The reason I started looking into the PSC and NYSERDA reports on the Renewal Portfolio Standard in the first place was to figure out if New York City was still getting the short end of the state funding stick, and I’ve come up with an answer – Con Ed customers still contribute far more to the RPS pool than they receive in incentives. While those in Con Ed’s territory picked up about 25.5 percent of the total customer-sited tier funding for PV from 2003 to March 2009, the NYC-based utility puts in around 42 percent of the total incentives funds.
As I noted in my last post on RPS, PV receives far and away the largest portion of the NYSERDA funds, so it seems to me to be a pretty good indicator of where New Yorkers stand when it comes to getting state incentives. Prior to 2006 when the new model for RPS came into effect, Con Ed was paying even more – close to 50 percent of the total funds. The amount each utility has to pay is based on its revenue, and as one of the largest energy suppliers in the world Con Ed obviously pulls in a lot of cash. Though Con Ed customers do receive the largest percentage of funds, the discrepancy is still frustrating.
Of course Con Ed isn’t the only one getting shortchanged. National Grid/Niagara Mohawk, for example, got 23.4 percent of the total through March 2009 but currently contributes a little less than 30 percent of the funds. Rochester Gas & Electric contributes over twice as much as its customers receive, but the figures are much smaller (a little less than 7 percent given to RPS versus about 3 percent received). Although that’s still not as much of a difference in give and take as Con Ed, it means someone must really be reaping the benefits of those three utilities’ generous input.
It appears those bloodsuckers would be the good folks over in Central Hudson Gas & Electric territory. While customers of that utility roped in just over 20 percent of NYSERDA funding from 2003 to March 2009 (the third highest, I might add), Central Hudson pays in just 5 percent of the RPS pot. Five percent! That’s the second lowest contribution of all New York State utilities.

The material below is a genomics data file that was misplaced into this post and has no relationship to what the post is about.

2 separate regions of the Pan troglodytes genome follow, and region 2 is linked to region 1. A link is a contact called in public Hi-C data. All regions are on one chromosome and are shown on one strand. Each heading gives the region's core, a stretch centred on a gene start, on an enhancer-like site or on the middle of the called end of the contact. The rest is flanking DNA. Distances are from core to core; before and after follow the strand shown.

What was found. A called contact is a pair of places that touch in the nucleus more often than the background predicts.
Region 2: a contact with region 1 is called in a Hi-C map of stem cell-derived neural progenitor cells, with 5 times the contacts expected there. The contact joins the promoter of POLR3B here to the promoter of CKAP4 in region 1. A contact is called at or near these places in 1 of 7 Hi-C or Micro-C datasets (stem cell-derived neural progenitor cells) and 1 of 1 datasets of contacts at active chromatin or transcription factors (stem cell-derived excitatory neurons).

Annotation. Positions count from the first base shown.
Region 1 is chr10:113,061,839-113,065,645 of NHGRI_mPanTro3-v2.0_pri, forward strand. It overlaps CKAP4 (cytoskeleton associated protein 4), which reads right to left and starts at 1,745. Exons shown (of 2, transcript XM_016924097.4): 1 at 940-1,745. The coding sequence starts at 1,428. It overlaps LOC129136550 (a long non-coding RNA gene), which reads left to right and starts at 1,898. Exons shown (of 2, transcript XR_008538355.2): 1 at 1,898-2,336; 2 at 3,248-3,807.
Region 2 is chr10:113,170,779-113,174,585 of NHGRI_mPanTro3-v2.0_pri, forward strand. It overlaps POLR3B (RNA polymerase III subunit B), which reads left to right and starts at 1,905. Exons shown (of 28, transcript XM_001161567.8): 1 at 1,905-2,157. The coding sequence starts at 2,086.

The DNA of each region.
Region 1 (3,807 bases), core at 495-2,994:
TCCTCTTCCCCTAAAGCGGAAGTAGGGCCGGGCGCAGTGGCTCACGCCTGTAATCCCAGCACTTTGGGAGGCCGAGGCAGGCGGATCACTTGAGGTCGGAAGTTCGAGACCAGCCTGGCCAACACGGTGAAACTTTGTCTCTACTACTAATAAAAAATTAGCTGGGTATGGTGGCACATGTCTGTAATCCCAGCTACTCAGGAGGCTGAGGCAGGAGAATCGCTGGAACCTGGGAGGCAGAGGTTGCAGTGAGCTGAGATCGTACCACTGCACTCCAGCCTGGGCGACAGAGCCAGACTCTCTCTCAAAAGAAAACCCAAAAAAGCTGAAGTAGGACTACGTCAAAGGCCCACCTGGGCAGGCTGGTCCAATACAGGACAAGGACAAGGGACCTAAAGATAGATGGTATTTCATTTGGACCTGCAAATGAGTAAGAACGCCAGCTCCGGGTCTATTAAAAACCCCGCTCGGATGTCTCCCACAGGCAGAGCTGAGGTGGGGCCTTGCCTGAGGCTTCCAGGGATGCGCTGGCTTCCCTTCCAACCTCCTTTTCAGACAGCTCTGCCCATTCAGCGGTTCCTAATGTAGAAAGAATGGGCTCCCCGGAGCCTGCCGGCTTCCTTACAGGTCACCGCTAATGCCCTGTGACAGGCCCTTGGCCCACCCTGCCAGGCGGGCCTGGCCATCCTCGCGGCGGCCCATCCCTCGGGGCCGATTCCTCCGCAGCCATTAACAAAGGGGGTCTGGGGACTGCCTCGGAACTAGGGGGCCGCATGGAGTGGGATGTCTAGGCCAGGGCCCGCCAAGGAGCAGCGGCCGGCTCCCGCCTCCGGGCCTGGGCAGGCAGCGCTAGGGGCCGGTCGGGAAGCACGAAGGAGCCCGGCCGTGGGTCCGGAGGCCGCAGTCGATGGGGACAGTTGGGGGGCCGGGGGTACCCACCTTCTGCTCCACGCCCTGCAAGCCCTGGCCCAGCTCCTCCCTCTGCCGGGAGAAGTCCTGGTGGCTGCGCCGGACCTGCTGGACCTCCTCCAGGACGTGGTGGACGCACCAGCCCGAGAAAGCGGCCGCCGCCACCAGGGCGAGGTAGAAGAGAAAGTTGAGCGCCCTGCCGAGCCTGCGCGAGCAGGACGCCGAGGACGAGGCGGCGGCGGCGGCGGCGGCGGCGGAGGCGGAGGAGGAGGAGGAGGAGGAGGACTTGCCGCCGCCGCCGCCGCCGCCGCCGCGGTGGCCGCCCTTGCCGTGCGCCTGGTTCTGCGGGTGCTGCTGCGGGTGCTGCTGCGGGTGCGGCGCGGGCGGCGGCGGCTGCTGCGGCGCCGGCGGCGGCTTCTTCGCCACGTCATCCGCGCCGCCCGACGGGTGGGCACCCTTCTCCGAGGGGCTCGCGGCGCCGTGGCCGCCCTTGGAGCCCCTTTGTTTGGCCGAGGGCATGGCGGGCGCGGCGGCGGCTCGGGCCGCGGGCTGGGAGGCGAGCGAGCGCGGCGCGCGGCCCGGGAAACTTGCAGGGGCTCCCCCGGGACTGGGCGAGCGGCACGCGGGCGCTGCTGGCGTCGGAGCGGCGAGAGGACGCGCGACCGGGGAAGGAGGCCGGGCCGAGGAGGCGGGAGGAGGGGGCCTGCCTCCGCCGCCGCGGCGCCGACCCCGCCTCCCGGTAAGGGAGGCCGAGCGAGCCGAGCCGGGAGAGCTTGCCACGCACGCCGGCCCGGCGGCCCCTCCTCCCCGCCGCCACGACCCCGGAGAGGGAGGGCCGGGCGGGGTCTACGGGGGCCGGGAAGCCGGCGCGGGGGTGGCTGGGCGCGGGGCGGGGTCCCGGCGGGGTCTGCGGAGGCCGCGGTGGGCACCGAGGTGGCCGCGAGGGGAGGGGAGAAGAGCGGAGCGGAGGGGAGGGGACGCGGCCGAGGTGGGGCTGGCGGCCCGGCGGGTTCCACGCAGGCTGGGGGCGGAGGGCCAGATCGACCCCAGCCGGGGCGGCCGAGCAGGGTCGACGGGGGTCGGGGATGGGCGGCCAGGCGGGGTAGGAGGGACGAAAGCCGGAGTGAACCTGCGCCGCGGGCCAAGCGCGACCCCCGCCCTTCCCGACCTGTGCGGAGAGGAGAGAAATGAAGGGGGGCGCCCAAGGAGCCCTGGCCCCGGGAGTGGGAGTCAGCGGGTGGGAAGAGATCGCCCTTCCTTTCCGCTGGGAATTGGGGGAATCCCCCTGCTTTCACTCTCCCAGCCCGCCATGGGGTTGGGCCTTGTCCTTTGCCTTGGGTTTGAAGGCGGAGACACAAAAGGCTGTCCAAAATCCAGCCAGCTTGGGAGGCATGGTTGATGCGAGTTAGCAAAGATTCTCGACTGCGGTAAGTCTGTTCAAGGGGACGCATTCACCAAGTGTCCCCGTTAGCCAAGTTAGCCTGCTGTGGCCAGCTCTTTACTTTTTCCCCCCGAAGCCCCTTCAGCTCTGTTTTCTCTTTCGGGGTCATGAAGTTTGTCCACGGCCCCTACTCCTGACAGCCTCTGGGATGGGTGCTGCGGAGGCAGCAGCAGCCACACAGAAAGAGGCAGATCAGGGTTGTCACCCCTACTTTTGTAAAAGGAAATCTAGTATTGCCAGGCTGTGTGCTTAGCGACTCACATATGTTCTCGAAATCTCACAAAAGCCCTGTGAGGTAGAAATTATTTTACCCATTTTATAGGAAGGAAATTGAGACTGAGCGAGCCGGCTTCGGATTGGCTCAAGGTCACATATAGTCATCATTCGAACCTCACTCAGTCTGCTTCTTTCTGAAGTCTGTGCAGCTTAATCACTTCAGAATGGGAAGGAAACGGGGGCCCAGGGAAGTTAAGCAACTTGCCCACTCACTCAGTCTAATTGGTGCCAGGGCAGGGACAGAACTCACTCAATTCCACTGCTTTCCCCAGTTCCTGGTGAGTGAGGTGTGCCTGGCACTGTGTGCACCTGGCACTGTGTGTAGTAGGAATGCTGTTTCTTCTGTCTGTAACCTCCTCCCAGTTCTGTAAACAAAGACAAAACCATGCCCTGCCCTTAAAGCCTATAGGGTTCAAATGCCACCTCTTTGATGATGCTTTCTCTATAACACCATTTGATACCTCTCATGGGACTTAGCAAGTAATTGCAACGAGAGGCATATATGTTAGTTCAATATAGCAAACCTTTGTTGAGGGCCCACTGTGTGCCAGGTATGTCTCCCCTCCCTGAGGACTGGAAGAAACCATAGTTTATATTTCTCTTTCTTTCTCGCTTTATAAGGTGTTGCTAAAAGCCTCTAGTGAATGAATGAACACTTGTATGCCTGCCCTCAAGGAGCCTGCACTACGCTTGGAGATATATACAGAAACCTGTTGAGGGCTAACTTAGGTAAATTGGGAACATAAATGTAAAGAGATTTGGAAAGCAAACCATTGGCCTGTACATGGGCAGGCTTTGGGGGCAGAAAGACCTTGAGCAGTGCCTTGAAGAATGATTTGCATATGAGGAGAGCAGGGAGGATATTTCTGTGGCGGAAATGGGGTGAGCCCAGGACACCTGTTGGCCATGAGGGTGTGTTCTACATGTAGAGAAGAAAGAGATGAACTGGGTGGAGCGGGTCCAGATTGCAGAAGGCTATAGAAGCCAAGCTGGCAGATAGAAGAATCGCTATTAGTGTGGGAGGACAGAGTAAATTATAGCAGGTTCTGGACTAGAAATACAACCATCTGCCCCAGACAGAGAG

Central Hudson isn’t the only incentives hog. Customers of New York State Electric & Gas and, to a lesser degree, Orange & Rockland also pull in much more than they pay.
I couldn’t really find anything specifically addressing these discrepancies in the PSC documents, but it’s interesting to note that Con Ed raised objections in December 2005 during the latest rounds of negotiations about the broader System Benefits Charge (which follows a similar pattern of shortchanging certain utility zones). PSC’s response was: “Requiring a ‘one-for-one’ arrangement would inherently jeopardize the effectiveness of the SBC program by directing funding towards lesser programs simply for the sake of mathematical parity.” Furthermore, “We expect that there will be an ebb and flow in the balance of funds over time, but that in the long-term, reasonable overall balance will be achieved.”
You can’t really blame NYSERDA for the disparities, however. The reason Central Hudson receives so much of the RPS funding is because customers apply for it. Con Ed customers get shortchanged not because the state picks favorites but because of inherent barriers in New York City that prohibit more renewable energy projects from being carried out. Indeed, even PSC notes: “While institutional impediments in the New York metropolitan area continue to suppress the penetration of PV systems and result in higher installed costs, these issues are slowly being addressed. Future NYSERDA program design will consider additional strategies to increase the penetration of PV and lower the installed cost of systems in high peak demand areas.” Amen to that!
Ultimately, though, it is the individual NYC ratepayer that must foot the bill for RPS. And the individual Con Ed customer pays far more than the individual Central Hudson customer. Effective October 1, 2009, the RPS surcharge for Con Ed is .10 cent per kilowatt hour (an amount that has steadily increased from 2005 when it was .02 cent per kWh). And how much are those Central Hudson customers paying? As of January 5, 2010, just .001 cent per kWh.
That means New Yorkers pay a hundred times more for RPS. While on the whole we may be electricity abusers (what with our energy-sapping skyscrapers and A/C addiction), it’s not hard to see that when it comes to RPS Con Ed customers get screwed.